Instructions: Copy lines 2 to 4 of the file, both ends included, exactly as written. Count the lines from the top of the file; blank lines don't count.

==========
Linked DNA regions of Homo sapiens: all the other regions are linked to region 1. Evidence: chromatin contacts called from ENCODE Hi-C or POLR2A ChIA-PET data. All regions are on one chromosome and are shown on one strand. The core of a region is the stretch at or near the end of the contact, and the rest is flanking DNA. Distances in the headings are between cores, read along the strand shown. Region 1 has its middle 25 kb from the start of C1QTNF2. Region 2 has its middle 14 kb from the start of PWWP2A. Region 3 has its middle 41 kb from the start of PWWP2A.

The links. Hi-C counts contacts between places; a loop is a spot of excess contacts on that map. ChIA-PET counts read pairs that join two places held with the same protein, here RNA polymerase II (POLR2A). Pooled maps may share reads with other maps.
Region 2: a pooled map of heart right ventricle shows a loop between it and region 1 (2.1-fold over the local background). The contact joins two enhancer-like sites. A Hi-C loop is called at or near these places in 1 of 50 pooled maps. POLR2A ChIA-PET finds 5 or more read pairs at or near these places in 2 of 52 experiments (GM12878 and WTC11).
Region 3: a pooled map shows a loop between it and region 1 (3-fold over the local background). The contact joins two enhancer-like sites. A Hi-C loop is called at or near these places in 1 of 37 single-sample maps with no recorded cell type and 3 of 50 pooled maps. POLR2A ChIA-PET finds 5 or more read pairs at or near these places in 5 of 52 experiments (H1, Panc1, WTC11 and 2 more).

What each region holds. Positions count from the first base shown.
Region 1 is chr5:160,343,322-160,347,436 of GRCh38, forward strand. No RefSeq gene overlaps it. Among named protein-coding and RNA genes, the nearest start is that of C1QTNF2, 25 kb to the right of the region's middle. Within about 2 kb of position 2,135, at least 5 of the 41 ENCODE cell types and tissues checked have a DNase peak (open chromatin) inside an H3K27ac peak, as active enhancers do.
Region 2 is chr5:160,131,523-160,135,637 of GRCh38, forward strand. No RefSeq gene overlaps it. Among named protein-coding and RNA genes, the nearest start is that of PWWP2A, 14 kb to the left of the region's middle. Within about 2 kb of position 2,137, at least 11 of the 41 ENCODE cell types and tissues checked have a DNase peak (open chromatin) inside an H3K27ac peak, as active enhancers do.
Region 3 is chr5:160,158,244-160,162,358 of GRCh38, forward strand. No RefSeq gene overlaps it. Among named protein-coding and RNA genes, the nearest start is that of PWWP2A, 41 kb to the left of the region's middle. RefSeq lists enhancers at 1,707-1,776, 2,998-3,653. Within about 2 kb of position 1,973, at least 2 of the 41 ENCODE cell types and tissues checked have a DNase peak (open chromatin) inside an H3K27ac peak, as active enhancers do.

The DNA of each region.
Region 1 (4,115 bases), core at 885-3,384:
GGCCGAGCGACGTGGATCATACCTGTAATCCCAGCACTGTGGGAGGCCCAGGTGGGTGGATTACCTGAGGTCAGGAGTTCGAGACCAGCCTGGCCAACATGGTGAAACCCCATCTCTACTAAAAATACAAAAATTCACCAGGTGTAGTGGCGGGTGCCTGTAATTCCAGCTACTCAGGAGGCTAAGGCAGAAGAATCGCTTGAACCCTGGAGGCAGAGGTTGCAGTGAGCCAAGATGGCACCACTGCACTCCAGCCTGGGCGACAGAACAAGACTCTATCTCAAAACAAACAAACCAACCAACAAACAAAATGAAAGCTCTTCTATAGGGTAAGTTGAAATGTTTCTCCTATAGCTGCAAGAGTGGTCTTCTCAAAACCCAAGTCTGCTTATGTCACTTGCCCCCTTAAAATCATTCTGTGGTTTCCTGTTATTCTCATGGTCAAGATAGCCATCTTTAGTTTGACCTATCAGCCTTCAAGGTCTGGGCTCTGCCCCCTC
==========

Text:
The links. Hi-C counts contacts between places; a loop is a spot of excess contacts on that map. ChIA-PET counts read pairs that join two places held with the same protein, here RNA polymerase II (POLR2A). Pooled maps may share reads with other maps.
Region 2: a pooled map of heart right ventricle shows a loop between it and region 1 (2.1-fold over the local background). The contact joins two enhancer-like sites. A Hi-C loop is called at or near these places in 1 of 50 pooled maps. POLR2A ChIA-PET finds 5 or more read pairs at or near these places in 2 of 52 experiments (GM12878 and WTC11).
Region 3: a pooled map shows a loop between it and region 1 (3-fold over the local background). The contact joins two enhancer-like sites. A Hi-C loop is called at or near these places in 1 of 37 single-sample maps with no recorded cell type and 3 of 50 pooled maps. POLR2A ChIA-PET finds 5 or more read pairs at or near these places in 5 of 52 experiments (H1, Panc1, WTC11 and 2 more).